TA1LGUNN3R wrote:If this is your reasoning for supporting mandatory helmet/seatbelt laws, I expect you to likewise support mandatory diet laws, mandatory eugenics programs, and mandatory prophylactic laws. All of these things contribute to the "higher health insurance premiums" and medical expenses being paid with "taxpayers' funds."
You're confusing a sensible law (drunk driving, e.g.) with an enforced money draw (seat belt laws). I shouldn't have to wear a seat belt or helmet if I don't want to. If I crash my bike and become disabled, I or my family must pay the costs. If I had free healthcare then your argument would be valid, but as it stands the only person that pays is me (legally and morally). The fact that health insurance, a program that has ruined health care in the U.S., decides to increase their premiums has nothing to do with me, because 1) insurance is voluntary, and 2) I've lived almost my entire life without health insurance. Because you wish to buy into the scam of insurance has nothing to do with me, and I shouldn't have to accommodate your lifestyle through enforced programs.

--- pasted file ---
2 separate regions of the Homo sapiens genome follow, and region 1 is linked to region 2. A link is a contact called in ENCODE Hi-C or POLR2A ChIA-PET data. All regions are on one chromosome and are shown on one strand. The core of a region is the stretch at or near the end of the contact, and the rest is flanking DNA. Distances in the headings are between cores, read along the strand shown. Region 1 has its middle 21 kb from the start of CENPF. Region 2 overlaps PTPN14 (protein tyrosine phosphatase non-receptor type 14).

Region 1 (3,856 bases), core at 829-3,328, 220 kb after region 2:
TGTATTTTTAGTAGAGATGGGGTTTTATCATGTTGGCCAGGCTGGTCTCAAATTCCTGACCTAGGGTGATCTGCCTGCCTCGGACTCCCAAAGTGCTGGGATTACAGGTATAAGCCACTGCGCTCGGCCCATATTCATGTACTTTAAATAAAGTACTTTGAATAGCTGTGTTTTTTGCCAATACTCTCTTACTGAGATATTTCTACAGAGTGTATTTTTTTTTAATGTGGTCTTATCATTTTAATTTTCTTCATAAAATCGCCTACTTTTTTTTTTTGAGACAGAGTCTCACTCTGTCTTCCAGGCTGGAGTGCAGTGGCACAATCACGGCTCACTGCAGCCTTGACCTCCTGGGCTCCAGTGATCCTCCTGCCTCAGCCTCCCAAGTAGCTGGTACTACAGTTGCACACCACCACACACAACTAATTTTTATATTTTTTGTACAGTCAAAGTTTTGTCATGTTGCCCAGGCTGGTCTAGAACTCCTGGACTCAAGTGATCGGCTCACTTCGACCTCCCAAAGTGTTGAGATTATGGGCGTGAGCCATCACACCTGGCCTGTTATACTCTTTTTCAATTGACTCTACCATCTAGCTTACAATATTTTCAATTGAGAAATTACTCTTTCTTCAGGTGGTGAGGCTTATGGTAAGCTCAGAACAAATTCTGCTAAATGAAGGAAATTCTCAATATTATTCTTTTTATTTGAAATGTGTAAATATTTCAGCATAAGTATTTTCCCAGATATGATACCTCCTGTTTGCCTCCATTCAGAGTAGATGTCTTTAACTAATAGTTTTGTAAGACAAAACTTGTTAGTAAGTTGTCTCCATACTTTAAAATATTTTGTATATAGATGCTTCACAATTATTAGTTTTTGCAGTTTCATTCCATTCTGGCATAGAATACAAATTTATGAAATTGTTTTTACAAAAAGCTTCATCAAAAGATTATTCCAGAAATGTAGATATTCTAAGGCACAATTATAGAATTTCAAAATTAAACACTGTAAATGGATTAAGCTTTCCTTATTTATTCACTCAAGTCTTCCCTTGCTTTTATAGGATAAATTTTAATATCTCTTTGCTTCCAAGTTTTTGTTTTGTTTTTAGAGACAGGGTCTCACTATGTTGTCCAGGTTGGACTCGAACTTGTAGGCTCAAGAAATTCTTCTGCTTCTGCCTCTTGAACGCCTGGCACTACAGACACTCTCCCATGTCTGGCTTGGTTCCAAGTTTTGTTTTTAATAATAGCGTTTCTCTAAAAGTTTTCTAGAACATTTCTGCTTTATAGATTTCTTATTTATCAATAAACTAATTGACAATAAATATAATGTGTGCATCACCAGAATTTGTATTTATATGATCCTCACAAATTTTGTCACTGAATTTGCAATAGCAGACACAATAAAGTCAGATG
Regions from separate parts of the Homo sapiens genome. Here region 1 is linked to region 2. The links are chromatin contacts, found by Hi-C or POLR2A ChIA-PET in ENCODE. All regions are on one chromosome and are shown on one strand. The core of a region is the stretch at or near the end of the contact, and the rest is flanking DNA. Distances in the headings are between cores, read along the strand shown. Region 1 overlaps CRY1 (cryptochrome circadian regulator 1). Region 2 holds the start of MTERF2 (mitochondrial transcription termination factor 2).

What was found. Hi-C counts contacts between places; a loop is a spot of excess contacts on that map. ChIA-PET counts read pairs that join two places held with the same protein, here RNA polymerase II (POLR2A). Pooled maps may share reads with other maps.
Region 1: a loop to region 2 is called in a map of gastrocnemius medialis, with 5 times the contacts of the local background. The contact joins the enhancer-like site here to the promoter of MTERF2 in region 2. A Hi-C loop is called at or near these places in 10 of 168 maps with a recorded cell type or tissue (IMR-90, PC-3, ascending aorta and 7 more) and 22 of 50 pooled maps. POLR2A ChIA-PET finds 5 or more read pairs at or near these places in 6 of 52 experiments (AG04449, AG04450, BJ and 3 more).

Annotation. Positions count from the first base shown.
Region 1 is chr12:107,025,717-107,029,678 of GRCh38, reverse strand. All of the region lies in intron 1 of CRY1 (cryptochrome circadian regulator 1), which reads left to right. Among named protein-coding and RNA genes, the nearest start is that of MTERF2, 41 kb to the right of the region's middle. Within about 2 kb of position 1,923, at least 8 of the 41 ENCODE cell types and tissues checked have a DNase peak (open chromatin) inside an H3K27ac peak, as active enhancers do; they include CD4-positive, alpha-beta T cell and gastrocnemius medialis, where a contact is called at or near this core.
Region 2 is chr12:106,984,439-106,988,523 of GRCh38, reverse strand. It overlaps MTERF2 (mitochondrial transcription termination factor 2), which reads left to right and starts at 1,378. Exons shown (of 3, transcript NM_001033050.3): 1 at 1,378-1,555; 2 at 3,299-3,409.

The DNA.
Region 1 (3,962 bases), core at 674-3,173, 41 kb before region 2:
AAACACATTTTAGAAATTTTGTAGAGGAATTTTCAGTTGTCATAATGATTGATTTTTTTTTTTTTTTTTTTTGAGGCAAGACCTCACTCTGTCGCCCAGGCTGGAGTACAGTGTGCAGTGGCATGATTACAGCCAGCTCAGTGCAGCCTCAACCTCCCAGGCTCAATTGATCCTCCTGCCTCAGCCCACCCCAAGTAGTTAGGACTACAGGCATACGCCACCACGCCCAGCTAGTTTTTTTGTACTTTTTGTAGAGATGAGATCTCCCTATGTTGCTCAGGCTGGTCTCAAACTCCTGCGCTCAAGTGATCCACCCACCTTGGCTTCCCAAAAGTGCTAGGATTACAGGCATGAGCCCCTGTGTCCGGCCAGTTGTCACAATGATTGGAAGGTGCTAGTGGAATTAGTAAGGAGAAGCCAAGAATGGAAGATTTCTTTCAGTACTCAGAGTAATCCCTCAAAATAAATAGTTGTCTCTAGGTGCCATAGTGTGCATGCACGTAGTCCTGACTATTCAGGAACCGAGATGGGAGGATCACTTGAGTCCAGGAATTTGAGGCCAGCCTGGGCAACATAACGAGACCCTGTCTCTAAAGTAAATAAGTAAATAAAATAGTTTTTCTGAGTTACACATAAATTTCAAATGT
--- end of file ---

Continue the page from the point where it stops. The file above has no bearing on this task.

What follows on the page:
PREACH ON BROTHER!
Haggis_McMutton wrote:Do helmet laws interfere with a person’s freedom to choose whether to wear a helmet?
Yes. Many laws restrict people’s freedom to perform behaviors judged contrary to the public good. These include drunk driving laws, cellphone use laws, and infectious disease quarantine laws, to name a few. Courts usually uphold such laws as important to the nation’s well-being.
Notice a slight distinction between the cases they present and helmet laws? Like maybe how all of those behaviors directly impact others?
Yes they do, but look at all these other bad things that have laws against them!
I'm surprised they didn't add "murder and pedophilia" to the list.
Also, "important to the nation's well-being" is not the standard. The standard is "compelling state interest." Big, humongous difference.
Fucking CDC. BRING ON THE ZOMBIES!